7. Visit of the Wise Men
1Now when Jesus was born in Bethlehem of Judea in the days of Herod the King,a behold, wise men from the East came to Jerusalem, saying,
2“Where is he who has been born King of the Jews? For we have seen his star in the East,b and have come to worship him.”
3When Herod the King heard this he was troubled; 4and assembling all the chief priests and scribes of the people, he inquired of them where the Messiahc was to be born. 5They told him, “In Bethlehem of Judea; for so it is written by the prophet: 6'And you, O Bethlehem, in the land of Judah, are by no means least among the rulers of Judah; for from you shall come a ruler who will govern my people Israel.'”
(Mt. 2:1–6) (continued)
a “Herod the King,”—Also called Herod the Great. Herod was the son of the governor of Idumea (the area south of Judah). He rose to a high position in the government of Judah during the reign of the aging high priest, Hyrcanus II. During this time Hyrcanus' younger nephew, Antigonus, rebelled against his uncle's rule. Antigonus raised an army in Syria and, after securing the help of many Judeans unhappy with Hyrcanus' rule, as well as the Parthians to the east, he overthrew Hyrcanus in 40 BC. Herod fled to Rome, taking his case directly to Mark Anthony, who received Herod as an old family friend. And, through the assistance of the Roman rulers Anthony and Octavian, he was proclaimed king of Judah by the Roman Senate in 40 BC. He captured Jerusalem in 37 BC from Antigonus and ruled from Jerusalem until his death in 4 BC. His kingdom eventually expanded beyond Judea and Idumea to include Samaria, Galilee, Gaza, Perea, and the territory east of the Sea of Galilee. (See map on page 5.)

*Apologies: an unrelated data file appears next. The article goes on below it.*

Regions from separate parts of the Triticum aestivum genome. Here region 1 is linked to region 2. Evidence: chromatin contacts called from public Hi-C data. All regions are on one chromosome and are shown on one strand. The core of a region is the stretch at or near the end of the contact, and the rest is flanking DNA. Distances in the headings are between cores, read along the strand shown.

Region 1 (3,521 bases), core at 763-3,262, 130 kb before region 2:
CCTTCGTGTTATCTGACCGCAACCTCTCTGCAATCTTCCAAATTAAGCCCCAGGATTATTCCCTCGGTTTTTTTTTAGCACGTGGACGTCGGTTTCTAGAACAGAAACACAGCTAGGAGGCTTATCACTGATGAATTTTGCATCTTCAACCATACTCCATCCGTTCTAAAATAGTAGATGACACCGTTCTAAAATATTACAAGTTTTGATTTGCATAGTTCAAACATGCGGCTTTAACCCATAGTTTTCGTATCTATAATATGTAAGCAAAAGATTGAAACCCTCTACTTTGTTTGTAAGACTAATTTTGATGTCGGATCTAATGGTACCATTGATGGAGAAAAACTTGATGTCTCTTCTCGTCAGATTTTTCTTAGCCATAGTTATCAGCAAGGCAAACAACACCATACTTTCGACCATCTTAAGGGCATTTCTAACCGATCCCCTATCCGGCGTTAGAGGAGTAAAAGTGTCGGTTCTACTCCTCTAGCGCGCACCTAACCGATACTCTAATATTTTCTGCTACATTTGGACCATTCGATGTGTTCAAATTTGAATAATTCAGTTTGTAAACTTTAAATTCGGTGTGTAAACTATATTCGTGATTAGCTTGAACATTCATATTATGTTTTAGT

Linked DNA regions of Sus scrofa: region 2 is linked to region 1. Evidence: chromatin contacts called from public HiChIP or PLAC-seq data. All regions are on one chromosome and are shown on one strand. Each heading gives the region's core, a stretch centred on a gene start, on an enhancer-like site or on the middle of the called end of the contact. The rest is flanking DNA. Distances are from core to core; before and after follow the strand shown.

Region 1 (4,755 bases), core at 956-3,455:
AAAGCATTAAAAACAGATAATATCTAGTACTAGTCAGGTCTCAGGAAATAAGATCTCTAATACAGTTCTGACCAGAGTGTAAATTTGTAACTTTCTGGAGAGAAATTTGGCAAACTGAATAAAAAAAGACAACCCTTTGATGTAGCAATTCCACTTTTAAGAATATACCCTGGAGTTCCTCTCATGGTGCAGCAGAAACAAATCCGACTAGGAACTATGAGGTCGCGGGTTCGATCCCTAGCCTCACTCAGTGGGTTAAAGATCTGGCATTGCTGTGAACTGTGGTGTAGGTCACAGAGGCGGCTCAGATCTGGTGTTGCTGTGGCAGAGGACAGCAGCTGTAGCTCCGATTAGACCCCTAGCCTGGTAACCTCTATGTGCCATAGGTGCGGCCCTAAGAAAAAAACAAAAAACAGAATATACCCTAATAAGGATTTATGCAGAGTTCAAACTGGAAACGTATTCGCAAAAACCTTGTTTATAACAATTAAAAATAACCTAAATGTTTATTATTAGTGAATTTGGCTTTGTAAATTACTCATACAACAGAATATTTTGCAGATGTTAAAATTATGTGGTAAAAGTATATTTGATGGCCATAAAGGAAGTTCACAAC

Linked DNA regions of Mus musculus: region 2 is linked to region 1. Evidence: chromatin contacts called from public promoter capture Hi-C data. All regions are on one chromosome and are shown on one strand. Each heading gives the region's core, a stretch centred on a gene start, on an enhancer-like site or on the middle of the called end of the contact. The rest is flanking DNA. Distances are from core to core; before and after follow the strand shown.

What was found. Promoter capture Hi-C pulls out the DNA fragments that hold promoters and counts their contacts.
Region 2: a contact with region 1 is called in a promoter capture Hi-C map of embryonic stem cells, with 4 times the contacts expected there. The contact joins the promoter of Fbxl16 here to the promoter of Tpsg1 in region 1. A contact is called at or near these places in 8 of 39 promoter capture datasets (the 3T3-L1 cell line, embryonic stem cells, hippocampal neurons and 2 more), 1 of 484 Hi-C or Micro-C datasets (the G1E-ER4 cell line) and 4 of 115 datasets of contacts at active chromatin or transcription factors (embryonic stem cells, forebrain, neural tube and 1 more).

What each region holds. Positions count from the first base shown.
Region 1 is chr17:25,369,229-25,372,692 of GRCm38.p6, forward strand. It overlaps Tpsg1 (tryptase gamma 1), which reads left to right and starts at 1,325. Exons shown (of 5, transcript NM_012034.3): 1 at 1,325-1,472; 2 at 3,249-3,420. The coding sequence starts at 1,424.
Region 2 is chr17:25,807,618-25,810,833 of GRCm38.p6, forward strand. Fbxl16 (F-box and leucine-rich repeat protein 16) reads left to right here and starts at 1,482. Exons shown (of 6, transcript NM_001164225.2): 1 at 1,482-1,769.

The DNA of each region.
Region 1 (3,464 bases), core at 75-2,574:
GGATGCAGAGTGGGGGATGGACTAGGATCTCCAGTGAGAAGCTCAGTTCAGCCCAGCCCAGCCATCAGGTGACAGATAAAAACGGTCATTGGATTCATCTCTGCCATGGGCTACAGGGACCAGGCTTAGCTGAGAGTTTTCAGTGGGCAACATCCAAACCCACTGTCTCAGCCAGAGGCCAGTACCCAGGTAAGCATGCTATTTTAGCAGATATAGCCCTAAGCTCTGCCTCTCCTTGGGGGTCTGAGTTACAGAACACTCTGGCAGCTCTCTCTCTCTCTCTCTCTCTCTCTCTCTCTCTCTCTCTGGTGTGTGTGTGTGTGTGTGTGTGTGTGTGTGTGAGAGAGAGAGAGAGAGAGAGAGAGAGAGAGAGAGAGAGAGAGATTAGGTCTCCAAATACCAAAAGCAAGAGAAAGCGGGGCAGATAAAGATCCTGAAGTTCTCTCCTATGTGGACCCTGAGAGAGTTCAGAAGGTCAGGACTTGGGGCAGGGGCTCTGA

b “we have seen his star in the East,”—The most likely explanation of this new star in the sky concerns the extraordinary triple conjunction of Jupiter and Saturn in the constellation of Pisces that took place on three separate nights in 7 BC. This new bright light in the sky, which would naturally have been described as a new “star,” appeared on the nights of May 29, September 30, and December 5, 7 BC.
“This is by far the most popular explanation for the star of Bethlehem. Johannes Kepler, after seeing the Jupiter-Saturn conjunction in Pisces a few days before Christmas in 1603, calculated backward and discovered the 7 BC event. But Kepler was certainly not the first to call attention to it. In 1977, David H. Clark and two colleagues quoted a similar assertion in English church annals dating from AD 1285.” (Sky and Telescope, December 1986, p. 632, "Computing the Star of Bethlehem")
c “Messiah”—See Ch. 13, fn. c.
Mt. 2:3 troubled; / troubled, and all Jerusalem with him; (RSV)
Mt. 2:4 the Messiah was (Ch. 13, fn. c) / the Christ was (RSV)
Mt. 2:6 Micah 5:2 (122:8,10/1352–4)